Alston & Bird has updated its Cyber Risk Legal Package based on an increased client demand relating to the following topics:
- What constitutes reasonable security or adequate security practices in the eyes of a regulator?
- What is the FTC’s position with respect to consumer-facing privacy disclosures to collect data?
- How can my company effectively test our incident response plan and/or conduct a cyber “tabletop” exercise?
- What are recommended practices for sharing cyber threat information with government agencies and third-party sharing platforms?
To assist with certainty around reasonable security practices and privacy disclosures (as such disclosures are impacted by big data, mobile apps, children’s privacy, data broker activities and deceptive practices), the Legal Package now includes use of a regularly updated dynamic tool that produces two detailed checklists, customizable to industry sectors, summarizing: (a) recommended security practices based on legal sources, including a list of inadequate security measures, and (b) the FTC’s complaints and enforcement actions as it relates to consumer disclosures in the areas of big data, children’s personal information and mobile apps.
In addition, as part of the Package we now offer: (a) strategies for conducting effective tests of incident response and data breach plans, including cyber tabletop exercises and simulations; and (b) information-sharing risk mitigation counseling to assist companies in developing an information-sharing strategy to take advantage of valuable, actionable threat intelligence and respond appropriately to government requests for cyber-related information.
Crafting your company’s privacy and cybersecurity program in a manner that is consistent with regulatory expectations, while always recommended, is all the more imperative in light of the recent public statements by the FTC that it will not promulgate specific regulations before commencing enforcement privacy and data security actions. The FTC continues to state publicly, reinforced by court decisions such as the FTC v. Wyndham matter and the recent LabMD litigation, that its data security expectations can be derived by companies using documents and resources that have been made publicly available by the Commission during the past decade, including speeches, business education, congressional testimony, articles, blog entries and settlements in enforcement actions. The FTC is not alone. Other regulators are promulgating guidance related to cyber risk mitigation of varying forms that can inform a company as it embarks on developing a cybersecurity program. This guidance, from legal sources, needs to be incorporated into the information security team’s understanding of measures and standards necessary to adequately protect the organization from cyber risk.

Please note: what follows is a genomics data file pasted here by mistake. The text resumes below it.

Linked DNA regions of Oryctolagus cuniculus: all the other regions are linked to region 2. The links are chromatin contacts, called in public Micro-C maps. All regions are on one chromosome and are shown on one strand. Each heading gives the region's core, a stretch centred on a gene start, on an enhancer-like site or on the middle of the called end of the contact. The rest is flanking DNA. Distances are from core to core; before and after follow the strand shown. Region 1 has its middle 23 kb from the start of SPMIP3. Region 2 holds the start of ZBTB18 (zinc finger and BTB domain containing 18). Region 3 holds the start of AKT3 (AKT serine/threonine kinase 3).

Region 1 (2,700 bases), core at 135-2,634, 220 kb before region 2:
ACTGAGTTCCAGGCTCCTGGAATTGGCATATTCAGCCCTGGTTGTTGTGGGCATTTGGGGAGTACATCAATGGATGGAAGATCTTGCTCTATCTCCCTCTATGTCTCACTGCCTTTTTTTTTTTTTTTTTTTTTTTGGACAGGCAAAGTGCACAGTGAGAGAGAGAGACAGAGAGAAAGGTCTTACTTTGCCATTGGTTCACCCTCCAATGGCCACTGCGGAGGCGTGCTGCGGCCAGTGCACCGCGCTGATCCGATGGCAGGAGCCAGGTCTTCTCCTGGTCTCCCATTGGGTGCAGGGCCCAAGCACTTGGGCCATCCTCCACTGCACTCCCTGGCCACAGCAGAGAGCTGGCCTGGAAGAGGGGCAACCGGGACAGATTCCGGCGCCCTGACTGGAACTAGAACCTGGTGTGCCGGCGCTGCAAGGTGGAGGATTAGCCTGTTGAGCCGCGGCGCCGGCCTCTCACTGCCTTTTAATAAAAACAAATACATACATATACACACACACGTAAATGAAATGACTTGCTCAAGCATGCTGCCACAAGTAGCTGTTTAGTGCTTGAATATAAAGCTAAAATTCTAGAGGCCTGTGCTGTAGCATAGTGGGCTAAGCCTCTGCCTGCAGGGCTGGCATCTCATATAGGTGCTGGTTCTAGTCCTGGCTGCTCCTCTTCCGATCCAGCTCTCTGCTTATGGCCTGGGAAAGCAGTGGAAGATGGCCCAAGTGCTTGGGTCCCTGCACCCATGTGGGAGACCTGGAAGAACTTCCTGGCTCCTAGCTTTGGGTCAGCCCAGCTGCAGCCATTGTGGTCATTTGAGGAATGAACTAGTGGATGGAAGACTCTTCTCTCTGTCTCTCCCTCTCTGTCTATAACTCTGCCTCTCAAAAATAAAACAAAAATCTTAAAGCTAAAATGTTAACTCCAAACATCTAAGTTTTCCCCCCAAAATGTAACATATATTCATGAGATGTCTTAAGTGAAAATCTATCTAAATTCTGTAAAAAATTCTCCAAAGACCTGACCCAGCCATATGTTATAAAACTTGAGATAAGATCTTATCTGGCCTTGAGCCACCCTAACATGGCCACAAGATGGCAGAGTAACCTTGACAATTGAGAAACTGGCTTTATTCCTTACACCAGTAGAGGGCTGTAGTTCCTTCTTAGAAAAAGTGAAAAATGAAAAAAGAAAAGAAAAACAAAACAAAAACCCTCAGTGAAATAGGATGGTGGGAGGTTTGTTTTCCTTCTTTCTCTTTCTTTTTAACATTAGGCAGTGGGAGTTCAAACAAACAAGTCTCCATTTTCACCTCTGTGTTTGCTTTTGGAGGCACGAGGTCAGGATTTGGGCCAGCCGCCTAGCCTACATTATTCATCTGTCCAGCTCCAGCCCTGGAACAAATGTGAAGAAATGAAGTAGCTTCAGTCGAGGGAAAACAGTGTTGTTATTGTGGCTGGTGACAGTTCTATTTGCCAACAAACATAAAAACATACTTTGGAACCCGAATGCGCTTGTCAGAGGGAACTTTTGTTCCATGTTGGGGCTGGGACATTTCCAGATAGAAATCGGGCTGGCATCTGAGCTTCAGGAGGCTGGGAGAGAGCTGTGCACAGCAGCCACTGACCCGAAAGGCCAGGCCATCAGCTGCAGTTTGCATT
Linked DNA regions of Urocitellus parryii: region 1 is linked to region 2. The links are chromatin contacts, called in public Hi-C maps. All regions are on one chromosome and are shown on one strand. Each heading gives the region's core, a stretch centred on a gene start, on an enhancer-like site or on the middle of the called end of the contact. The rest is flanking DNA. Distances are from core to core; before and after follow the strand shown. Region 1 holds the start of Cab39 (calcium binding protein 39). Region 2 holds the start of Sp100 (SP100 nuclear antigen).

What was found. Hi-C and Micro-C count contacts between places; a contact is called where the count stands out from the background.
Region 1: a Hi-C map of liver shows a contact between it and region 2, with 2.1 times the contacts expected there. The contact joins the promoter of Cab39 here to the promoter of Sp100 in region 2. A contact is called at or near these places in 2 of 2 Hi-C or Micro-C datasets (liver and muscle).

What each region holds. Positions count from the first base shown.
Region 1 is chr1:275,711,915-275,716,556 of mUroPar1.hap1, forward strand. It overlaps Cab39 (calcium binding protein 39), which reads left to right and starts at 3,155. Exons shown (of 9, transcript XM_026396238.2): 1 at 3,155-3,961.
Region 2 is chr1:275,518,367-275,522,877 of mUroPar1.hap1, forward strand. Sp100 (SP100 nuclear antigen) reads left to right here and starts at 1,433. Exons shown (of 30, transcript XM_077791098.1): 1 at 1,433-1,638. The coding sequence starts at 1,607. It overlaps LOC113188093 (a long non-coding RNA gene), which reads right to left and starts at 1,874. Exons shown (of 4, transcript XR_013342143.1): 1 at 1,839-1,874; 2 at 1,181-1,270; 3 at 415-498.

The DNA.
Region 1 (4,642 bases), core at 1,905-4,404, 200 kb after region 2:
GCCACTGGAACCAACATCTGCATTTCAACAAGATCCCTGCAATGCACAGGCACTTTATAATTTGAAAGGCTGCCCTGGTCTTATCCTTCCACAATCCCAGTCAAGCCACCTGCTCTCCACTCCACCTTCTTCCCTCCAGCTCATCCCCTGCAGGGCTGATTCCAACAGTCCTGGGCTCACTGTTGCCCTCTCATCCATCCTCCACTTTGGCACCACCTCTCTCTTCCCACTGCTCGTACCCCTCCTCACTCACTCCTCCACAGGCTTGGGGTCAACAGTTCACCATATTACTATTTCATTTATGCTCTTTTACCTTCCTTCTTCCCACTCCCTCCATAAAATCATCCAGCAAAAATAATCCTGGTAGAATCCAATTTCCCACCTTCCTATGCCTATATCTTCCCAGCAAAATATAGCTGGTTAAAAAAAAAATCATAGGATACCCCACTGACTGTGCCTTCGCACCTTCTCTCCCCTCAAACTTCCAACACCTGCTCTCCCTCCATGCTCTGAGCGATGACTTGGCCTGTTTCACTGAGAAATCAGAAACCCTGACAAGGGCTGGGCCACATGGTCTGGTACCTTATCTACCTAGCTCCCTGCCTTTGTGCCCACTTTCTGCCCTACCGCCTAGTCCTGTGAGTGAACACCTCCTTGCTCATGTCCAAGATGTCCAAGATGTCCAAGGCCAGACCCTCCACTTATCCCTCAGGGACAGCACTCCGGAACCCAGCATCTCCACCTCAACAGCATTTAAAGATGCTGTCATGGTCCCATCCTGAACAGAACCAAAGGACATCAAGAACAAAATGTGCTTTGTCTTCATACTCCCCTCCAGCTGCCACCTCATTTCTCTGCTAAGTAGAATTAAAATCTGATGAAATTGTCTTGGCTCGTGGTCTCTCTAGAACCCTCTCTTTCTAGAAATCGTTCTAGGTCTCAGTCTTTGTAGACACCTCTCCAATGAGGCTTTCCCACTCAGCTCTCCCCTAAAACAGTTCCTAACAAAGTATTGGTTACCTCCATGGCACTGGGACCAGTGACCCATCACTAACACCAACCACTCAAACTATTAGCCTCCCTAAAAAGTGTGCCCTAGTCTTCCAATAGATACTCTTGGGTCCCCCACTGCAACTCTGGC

Furthermore, given the lack of guidance around behavioral tracking, big data, mobile apps and data broker activities, we think it is prudent for companies to consider past FTC orders and guidance as well as White House, legislative, and state Attorney General materials to glean best practices.
If you would like to learn more about the updated services incorporated in Alston & Bird’s Cyber Risk Legal Package, please contact: Kim Peretti.
For more information on the original package, please see our page discussing the Cyber Risk Legal Package in detail. The updates to the package will be available here soon.
Kimberly Kiefer Peretti | 202.239.3720 | email@example.com